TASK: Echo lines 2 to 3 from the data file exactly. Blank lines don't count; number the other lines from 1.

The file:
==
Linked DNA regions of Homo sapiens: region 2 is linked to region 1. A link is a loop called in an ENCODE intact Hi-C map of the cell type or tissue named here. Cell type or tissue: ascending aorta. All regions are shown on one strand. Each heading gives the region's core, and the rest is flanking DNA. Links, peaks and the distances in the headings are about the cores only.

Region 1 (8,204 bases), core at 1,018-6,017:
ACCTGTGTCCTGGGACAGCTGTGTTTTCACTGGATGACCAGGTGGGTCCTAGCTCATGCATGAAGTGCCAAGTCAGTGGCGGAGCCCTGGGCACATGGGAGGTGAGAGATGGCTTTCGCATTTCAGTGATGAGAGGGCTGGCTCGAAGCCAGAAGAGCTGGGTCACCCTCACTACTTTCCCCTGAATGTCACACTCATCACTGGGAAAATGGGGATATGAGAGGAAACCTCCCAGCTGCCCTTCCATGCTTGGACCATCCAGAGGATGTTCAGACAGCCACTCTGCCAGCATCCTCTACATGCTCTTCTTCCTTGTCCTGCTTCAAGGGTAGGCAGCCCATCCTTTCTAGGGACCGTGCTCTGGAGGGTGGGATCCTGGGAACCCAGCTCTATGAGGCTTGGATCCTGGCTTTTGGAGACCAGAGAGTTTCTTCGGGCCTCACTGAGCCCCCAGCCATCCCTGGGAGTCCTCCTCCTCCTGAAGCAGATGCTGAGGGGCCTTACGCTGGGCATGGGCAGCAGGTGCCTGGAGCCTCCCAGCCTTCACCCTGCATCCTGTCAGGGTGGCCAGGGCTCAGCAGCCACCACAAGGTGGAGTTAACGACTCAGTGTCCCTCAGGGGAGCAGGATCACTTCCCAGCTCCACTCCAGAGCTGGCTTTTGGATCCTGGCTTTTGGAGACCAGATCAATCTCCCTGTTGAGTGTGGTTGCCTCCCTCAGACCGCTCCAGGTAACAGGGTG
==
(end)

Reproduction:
Region 1 (8,204 bases), core at 1,018-6,017:
ACCTGTGTCCTGGGACAGCTGTGTTTTCACTGGATGACCAGGTGGGTCCTAGCTCATGCATGAAGTGCCAAGTCAGTGGCGGAGCCCTGGGCACATGGGAGGTGAGAGATGGCTTTCGCATTTCAGTGATGAGAGGGCTGGCTCGAAGCCAGAAGAGCTGGGTCACCCTCACTACTTTCCCCTGAATGTCACACTCATCACTGGGAAAATGGGGATATGAGAGGAAACCTCCCAGCTGCCCTTCCATGCTTGGACCATCCAGAGGATGTTCAGACAGCCACTCTGCCAGCATCCTCTACATGCTCTTCTTCCTTGTCCTGCTTCAAGGGTAGGCAGCCCATCCTTTCTAGGGACCGTGCTCTGGAGGGTGGGATCCTGGGAACCCAGCTCTATGAGGCTTGGATCCTGGCTTTTGGAGACCAGAGAGTTTCTTCGGGCCTCACTGAGCCCCCAGCCATCCCTGGGAGTCCTCCTCCTCCTGAAGCAGATGCTGAGGGGCCTTACGCTGGGCATGGGCAGCAGGTGCCTGGAGCCTCCCAGCCTTCACCCTGCATCCTGTCAGGGTGGCCAGGGCTCAGCAGCCACCACAAGGTGGAGTTAACGACTCAGTGTCCCTCAGGGGAGCAGGATCACTTCCCAGCTCCACTCCAGAGCTGGCTTTTGGATCCTGGCTTTTGGAGACCAGATCAATCTCCCTGTTGAGTGTGGTTGCCTCCCTCAGACCGCTCCAGGTAACAGGGTG